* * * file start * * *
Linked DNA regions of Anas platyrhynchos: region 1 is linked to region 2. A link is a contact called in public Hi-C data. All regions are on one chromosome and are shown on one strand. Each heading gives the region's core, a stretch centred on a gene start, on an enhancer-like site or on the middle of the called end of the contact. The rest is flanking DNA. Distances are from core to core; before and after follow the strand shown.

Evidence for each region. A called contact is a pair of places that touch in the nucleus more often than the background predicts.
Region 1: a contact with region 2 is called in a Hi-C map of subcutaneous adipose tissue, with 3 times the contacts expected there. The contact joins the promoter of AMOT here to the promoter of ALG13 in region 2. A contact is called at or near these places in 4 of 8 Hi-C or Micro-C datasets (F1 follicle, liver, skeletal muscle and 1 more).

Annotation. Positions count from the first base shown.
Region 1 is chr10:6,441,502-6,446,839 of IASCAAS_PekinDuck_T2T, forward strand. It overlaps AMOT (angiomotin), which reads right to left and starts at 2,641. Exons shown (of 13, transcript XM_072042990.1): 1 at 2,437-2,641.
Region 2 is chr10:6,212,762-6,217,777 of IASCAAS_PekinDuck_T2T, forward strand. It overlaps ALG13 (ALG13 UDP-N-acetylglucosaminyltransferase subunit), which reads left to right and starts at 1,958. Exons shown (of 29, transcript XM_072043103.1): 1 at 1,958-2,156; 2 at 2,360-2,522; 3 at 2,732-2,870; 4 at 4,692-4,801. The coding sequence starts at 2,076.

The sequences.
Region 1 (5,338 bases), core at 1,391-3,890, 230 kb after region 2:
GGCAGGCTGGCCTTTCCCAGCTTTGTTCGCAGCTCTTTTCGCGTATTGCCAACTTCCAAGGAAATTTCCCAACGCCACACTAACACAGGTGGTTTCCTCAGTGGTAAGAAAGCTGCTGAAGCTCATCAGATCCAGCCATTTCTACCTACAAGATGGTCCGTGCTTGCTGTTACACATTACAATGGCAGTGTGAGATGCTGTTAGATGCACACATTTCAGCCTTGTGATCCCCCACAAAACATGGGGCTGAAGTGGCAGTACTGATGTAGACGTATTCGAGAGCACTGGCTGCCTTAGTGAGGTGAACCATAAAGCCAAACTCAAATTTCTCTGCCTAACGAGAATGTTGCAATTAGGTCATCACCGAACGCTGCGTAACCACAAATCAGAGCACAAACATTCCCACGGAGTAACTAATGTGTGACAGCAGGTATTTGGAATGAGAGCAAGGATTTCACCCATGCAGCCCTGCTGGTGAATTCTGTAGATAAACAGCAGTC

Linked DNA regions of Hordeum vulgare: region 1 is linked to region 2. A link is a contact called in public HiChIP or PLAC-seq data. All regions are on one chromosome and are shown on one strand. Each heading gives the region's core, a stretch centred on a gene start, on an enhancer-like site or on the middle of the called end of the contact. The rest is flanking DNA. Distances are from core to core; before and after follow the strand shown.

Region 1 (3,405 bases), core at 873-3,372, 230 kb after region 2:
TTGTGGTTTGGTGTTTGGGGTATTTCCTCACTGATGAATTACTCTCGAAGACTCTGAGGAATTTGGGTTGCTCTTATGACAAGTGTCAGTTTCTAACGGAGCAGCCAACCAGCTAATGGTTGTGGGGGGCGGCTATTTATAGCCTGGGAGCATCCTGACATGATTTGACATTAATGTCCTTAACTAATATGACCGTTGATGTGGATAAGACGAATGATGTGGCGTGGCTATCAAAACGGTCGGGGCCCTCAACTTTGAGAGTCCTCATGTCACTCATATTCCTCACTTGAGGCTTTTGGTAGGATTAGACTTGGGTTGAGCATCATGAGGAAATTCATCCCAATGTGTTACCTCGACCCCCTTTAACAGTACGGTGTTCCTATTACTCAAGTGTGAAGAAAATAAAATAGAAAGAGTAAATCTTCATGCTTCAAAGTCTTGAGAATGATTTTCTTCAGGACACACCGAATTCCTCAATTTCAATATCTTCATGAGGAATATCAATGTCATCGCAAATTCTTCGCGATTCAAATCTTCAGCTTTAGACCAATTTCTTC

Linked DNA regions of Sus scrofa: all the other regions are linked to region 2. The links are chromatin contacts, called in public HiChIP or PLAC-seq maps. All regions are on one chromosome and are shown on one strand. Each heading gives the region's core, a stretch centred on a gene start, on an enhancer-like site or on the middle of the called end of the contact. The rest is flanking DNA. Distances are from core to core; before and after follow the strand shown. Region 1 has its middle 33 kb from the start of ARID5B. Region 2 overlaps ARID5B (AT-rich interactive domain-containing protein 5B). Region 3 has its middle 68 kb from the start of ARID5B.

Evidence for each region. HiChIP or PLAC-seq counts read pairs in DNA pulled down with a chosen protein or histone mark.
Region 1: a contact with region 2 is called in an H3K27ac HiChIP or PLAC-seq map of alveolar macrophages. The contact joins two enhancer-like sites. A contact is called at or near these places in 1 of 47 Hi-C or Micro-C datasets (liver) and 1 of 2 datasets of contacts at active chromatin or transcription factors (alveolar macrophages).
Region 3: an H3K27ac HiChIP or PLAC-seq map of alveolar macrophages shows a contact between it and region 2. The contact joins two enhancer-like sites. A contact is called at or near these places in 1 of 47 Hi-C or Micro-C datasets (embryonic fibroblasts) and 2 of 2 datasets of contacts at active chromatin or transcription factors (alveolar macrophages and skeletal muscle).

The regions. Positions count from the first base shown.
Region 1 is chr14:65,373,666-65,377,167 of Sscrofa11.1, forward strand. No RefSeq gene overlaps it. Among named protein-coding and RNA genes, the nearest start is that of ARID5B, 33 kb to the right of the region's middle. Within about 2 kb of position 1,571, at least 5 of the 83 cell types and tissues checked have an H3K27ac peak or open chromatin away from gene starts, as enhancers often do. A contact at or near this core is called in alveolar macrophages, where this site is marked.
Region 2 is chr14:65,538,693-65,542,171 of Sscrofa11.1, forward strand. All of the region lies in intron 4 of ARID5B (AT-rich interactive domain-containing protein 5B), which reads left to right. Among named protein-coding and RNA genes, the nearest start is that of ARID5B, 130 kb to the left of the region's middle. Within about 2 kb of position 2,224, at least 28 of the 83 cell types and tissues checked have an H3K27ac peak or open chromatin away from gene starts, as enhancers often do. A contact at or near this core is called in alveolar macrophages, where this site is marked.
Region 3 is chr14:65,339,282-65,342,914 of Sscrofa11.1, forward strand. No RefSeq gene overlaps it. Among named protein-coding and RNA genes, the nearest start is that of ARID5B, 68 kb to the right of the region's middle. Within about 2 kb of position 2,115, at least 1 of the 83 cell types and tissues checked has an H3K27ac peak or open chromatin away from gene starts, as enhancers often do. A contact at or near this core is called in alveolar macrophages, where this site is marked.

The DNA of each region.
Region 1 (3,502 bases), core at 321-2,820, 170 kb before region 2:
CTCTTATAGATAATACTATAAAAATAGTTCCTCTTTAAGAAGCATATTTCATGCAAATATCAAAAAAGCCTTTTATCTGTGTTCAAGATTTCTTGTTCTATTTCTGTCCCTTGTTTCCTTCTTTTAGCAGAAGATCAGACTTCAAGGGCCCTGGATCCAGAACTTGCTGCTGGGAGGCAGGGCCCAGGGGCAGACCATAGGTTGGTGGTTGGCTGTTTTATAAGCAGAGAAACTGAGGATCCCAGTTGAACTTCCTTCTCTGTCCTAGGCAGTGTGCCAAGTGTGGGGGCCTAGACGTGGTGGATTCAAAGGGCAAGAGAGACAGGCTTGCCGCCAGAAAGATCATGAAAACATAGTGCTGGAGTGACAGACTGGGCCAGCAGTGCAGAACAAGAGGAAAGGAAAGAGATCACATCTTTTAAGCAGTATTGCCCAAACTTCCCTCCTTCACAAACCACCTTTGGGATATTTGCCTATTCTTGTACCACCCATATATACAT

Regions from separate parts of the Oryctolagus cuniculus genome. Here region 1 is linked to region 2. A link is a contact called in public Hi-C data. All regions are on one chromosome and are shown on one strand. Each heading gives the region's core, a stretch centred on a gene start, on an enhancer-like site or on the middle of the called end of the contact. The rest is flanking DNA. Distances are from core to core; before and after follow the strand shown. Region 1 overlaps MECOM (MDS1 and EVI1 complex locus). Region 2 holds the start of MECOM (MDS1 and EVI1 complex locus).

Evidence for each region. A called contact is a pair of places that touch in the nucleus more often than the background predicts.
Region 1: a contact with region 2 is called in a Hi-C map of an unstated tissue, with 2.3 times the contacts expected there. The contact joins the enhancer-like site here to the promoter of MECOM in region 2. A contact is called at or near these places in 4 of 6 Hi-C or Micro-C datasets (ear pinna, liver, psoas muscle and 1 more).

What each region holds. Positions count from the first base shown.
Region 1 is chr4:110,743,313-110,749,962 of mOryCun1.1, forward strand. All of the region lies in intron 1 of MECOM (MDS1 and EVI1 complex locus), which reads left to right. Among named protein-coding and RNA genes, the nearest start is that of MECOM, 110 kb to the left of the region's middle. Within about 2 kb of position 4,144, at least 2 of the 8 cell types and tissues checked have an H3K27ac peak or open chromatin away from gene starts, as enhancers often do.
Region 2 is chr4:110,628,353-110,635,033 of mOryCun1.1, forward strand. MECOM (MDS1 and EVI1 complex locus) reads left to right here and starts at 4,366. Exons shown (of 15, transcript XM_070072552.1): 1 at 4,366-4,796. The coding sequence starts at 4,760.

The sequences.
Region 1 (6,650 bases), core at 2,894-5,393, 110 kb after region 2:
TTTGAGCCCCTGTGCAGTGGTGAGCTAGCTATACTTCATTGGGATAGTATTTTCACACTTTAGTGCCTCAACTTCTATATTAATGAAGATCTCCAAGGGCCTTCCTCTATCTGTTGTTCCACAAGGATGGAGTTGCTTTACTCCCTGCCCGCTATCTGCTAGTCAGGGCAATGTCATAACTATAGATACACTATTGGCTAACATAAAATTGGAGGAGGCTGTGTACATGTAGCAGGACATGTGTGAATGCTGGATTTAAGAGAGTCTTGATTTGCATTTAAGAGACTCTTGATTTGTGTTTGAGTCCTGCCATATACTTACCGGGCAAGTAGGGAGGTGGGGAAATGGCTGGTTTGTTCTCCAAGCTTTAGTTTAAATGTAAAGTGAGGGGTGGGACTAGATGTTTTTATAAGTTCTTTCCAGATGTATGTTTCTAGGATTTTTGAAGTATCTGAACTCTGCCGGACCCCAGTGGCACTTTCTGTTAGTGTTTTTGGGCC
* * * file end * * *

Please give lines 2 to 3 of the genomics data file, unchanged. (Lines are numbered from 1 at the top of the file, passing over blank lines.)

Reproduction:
Evidence for each region. A called contact is a pair of places that touch in the nucleus more often than the background predicts.
Region 1: a contact with region 2 is called in a Hi-C map of subcutaneous adipose tissue, with 3 times the contacts expected there. The contact joins the promoter of AMOT here to the promoter of ALG13 in region 2. A contact is called at or near these places in 4 of 8 Hi-C or Micro-C datasets (F1 follicle, liver, skeletal muscle and 1 more).